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dc.contributor.authorParmesan, Cen
dc.contributor.authorHanley, MEen

BACKGROUND: Anthropogenic climate change (ACC) will influence all aspects of plant biology over coming decades. Many changes in wild species have already been well-documented as a result of increased atmospheric CO2 concentrations, warming climate and changing precipitation regimes. A wealth of available data has allowed the use of meta-analyses to examine plant-climate interactions on more sophisticated levels than before. These analyses have revealed major differences in plant response among groups, e.g. with respect to functional traits, taxonomy, life-history and provenance. Interestingly, these meta-analyses have also exposed unexpected mismatches between theory, experimental, and observational studies. SCOPE: We reviewed the literature on species' responses to ACC, finding ∼42 % of 4000 species studied globally are plants (primarily terrestrial). We review impacts on phenology, distributions, ecophysiology, regeneration biology, plant-plant and plant-herbivore interactions, and the roles of plasticity and evolution. We focused on apparent deviations from expectation, and highlighted cases where more sophisticated analyses revealed that unexpected changes were, in fact, responses to ACC. CONCLUSIONS: We found that conventionally expected responses are generally well-understood, and that it is the aberrant responses that are now yielding greater insight into current and possible future impacts of ACC. We argue that inconclusive, unexpected, or counter-intuitive results should be embraced in order to understand apparent disconnects between theory, prediction, and observation. We highlight prime examples from the collection of papers in this Special Issue, as well as general literature. We found use of plant functional groupings/traits had mixed success, but that some underutilized approaches, such as Grime's C/S/R strategies, when incorporated, have improved understanding of observed responses. Despite inherent difficulties, we highlight the need for ecologists to conduct community-level experiments in systems that replicate multiple aspects of ACC. Specifically, we call for development of coordinating experiments across networks of field sites, both natural and man-made.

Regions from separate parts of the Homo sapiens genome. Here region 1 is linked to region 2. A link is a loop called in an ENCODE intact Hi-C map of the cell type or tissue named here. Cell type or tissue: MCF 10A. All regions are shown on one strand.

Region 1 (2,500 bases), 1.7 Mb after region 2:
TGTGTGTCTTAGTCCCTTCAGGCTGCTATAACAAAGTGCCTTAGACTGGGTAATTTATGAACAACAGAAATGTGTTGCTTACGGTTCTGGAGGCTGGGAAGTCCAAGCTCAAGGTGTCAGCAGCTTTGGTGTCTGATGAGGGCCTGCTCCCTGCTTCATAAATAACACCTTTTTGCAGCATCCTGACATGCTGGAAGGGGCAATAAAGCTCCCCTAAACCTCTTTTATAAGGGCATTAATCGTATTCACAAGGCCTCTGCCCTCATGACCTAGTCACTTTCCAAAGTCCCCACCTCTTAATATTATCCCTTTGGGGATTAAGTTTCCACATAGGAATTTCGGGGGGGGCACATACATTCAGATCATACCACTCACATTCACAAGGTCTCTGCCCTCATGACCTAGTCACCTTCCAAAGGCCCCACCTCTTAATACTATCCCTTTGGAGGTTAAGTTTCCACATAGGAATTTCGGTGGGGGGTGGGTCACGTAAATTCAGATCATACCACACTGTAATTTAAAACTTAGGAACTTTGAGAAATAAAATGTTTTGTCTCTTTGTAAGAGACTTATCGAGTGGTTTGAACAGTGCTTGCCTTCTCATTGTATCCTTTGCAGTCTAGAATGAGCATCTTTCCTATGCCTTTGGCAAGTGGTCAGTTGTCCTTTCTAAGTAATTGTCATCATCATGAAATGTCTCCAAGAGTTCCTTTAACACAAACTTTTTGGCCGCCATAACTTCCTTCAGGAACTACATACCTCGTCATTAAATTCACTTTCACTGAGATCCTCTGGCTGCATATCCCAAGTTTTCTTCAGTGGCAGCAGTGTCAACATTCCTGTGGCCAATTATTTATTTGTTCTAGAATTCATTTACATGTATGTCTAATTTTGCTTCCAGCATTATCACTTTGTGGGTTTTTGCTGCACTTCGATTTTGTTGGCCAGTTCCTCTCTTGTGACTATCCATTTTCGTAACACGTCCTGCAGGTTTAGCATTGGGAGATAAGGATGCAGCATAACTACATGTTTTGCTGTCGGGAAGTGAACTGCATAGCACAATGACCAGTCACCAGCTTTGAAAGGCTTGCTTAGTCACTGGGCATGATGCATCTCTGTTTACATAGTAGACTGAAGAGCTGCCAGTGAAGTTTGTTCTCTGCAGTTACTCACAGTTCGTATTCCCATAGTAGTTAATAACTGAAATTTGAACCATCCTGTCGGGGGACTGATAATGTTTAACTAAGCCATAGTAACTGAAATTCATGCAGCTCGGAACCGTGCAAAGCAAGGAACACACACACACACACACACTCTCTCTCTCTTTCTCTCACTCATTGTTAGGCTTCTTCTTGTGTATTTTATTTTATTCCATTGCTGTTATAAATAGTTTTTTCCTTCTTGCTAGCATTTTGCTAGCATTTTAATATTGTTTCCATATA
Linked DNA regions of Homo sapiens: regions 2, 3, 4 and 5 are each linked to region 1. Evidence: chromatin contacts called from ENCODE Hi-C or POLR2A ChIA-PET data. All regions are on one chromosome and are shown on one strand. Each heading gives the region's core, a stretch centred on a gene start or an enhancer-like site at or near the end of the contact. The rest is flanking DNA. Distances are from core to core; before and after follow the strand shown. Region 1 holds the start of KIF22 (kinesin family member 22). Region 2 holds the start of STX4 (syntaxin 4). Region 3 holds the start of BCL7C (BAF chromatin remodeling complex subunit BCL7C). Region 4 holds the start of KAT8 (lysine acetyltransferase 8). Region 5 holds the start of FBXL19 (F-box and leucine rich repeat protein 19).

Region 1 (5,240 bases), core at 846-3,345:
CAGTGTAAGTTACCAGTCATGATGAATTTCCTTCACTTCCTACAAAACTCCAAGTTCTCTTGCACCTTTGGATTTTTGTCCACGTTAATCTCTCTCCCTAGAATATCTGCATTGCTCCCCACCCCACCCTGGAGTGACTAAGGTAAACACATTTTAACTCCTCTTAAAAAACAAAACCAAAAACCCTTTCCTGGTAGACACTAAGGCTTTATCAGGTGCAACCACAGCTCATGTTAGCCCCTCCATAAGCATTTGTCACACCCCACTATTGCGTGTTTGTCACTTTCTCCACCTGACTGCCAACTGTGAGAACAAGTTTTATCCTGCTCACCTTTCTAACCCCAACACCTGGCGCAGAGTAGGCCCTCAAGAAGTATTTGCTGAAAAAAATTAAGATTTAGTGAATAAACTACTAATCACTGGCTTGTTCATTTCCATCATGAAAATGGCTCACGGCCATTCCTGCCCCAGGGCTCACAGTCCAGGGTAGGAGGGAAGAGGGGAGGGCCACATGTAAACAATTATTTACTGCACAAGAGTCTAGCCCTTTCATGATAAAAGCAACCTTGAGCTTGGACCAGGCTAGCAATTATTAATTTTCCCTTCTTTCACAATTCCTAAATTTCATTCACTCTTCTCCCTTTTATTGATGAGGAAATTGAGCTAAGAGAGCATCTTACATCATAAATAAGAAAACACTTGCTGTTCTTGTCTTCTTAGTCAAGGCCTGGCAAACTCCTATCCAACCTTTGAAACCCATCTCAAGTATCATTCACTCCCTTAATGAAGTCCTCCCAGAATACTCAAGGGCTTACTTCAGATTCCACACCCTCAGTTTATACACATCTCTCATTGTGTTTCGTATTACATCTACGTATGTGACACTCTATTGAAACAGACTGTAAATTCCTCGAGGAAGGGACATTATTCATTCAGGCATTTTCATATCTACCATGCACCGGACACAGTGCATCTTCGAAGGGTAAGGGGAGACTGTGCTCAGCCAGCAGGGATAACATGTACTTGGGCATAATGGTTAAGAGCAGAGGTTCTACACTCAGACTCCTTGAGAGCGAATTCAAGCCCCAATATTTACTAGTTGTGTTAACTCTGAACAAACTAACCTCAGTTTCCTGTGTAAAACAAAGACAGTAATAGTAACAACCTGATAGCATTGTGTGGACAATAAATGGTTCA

dc.format.extent849 - 864en
dc.subjectClimate changeen
dc.subjectassisted colonizationen
dc.subjectelevated CO2en
dc.subjectglobal changeen
dc.subjectinvasive speciesen
dc.subjectplant functional groupsen
dc.subjectplant functional traitsen
dc.subjectrange shiftsen
dc.subjectBiological Evolutionen
dc.subjectCarbon Dioxideen
dc.subjectClimate Changeen
dc.subjectIntroduced Speciesen
dc.titlePlants and climate change: complexities and surprises.en
dc.typeJournal Article
plymouth.journalAnn Boten
plymouth.organisational-group/Plymouth/00 Groups by role
plymouth.organisational-group/Plymouth/00 Groups by role/Academics
plymouth.organisational-group/Plymouth/Faculty of Science and Engineering
plymouth.organisational-group/Plymouth/Faculty of Science and Engineering/School of Biological and Marine Sciences
plymouth.organisational-group/Plymouth/REF 2021 Researchers by UoA
plymouth.organisational-group/Plymouth/REF 2021 Researchers by UoA/UoA06 Agriculture, Veterinary and Food Science
plymouth.organisational-group/Plymouth/REF 2021 Researchers by UoA/UoA07 Earth Systems and Environmental Sciences
dc.rights.embargoperiodNot knownen
rioxxterms.typeJournal Article/Reviewen

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